In a nutshell, First Solar, Inc. (NASDAQ:FSLR) is a leading manufacturer of solar panels, or photovoltaic (PV) solar systems. It sounds simple enough — solar demand is literally booming, and First Solar is a feel-good renewable energy investment. But unfortunately, its investment potential is about as likable as relying on an outdated coal plant as an energy source.
First Solar’s most recent annual report begins with a message from new CEO Mark Widmar. He immediately cuts to the chase and says he looks forward to leading the firm through its current “challenging, yet exciting time.”
Exciting of course because of solar’s vast and growing potential as a clean (and unlimited) energy source.
First Solar’s Opportunities and Problems
The good news about operating in the solar industry is it is growing rapidly. One industry source relayed its expectations for an 11th straight year of increased demand and estimates global demand of 79 gigawatts (GW) for all of 2017. The United States and China are the largest markets. India and Japan are growing rapidly, as are many international markets. Business cycle ups and downs do not currently apply to solar.
Solar energy has many benefits. It is a clean, renewable energy source, can be more reliable and help diversify a home (or business) from having to rely on an unreliable and old national energy grid, and there are tax and other incentives that can help easily justify the cost of installing them. And PV costs continue to plummet, which is great for the consumer.
The challenges that Widmar is referring to are just as pronounced. A huge problem for First Solar (and therefore shareholders) is the industry is fast developing and highly dependent on impressive, but unpredictable technological advancements. Returning again to Mr. Widmar’s words, 2016 was marked by “sudden and dramatic pricing declines, resulting largely from a combination of increasing capacity and weakening demand in certain markets.”
First Solar’s current product line-up is a case in point. It is rolling out a new line of Series 6 PV modules that represent another push forward in terms of efficiency at a lower cost point. Management and analysts hope it keeps the company ahead of the competition, but that continues to grow more difficult.
China’s continued industrialization is proving a big headache for firms that compete in the industries it targets for development, and solar happens to be a big one for the Chinese government. One solar industry analysis estimated worldwide PV panel prices dropped 80% because of China between 2008 and 2013. It is now seen as a global leader because it offered tax incentives for solar developers to come to China. It provided cheap factory labor and let the industry scale to levels not seen before.
So while First Solar and rivals that include SunPower Corporation (NASDAQ:SPWR), Vivint Solar Inc (NYSE:VSLR) and Solaredge Technologies Inc (NASDAQ:SEDG) helped create the market for solar panels, China’s nearly limitless resources are helping it scale and reduce solar panel production costs well ahead of what was originally imagined.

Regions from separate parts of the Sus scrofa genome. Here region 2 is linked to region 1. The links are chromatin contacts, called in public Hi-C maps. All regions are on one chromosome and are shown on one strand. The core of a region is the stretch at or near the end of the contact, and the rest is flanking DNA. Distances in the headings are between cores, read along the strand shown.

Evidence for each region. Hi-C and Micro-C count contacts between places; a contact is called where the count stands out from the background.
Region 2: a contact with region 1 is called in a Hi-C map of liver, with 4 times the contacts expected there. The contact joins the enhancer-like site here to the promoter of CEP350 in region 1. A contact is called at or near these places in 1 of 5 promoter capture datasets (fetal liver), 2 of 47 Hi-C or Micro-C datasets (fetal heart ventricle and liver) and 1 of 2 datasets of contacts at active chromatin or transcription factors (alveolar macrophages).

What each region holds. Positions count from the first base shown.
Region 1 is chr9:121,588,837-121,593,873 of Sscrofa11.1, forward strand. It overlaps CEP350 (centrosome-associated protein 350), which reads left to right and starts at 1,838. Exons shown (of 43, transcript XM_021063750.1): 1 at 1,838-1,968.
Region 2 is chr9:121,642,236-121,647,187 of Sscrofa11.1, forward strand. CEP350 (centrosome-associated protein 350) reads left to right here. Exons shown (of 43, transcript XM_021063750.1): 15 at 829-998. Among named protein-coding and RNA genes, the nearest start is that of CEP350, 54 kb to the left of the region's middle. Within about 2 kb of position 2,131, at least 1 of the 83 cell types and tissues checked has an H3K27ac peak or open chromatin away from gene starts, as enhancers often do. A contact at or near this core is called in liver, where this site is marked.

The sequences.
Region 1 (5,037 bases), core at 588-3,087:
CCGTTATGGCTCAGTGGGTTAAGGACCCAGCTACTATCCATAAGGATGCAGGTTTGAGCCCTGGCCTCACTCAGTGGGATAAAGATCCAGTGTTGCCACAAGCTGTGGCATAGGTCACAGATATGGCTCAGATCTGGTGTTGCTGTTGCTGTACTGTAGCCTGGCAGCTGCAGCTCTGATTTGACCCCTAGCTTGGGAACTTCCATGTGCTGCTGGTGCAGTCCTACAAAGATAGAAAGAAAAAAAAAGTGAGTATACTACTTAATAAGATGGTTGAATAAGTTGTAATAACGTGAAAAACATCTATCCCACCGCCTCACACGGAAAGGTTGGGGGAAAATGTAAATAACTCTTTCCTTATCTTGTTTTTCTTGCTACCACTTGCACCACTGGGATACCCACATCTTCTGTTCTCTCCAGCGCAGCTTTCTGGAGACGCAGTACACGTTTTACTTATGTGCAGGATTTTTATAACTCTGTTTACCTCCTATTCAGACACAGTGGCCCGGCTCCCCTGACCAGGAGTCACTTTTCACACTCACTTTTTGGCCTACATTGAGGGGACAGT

The pace of progress in the solar industry is making it difficult for First Solar to earn adequate returns from the investments it makes. Net income fell off a cliff last year after a very solid 2015. This year, the consensus estimate is for earnings of 54 cents per share, and a steady jump to 81 cents in 2018. These are both a far cry from previous profitability.
Sales are projected to be flat this year at just below $3 billion as the new product line gains (hopefully) traction. But analysts expect a 25% decline in 2018 to only $2.16 billion in sales. This would represent a decline from the $2.6 billion reported in 2010, which only illustrates how rapidly falling prices can make it extremely difficult to grow the top line.
Cash flow trends have oscillated between positive and negative levels for the past decade. Investment periods to develop and release new products are continually met by rivals doing the same and boosting supply while at the same time reducing selling prices.
Bottom Line for FSLR Stock
Given that profits are likely to fall well below $1 per share for the next couple of years, a $37 current share price is difficult to justify. This is also about half the share price level from the middle of 2014. Again, the industry has evolved rapidly as supply has risen dramatically to more than offset the steadily rising demand.
Consumers with an interest in the solar industry are probably best served investing in solar panels for their homes. That being said, prices continue to come down while efficiency in creating energy only increases, so even investing in panels for the home could make more sense down the road.
Leasing panels is becoming an option — Elon Musk’s SolarCity (now part of Tesla Inc (NASDAQ:TSLA)) would be happy to pitch to you the possibilities.
As of this writing, Ryan Fuhrmann did not own any shares of companies mentioned.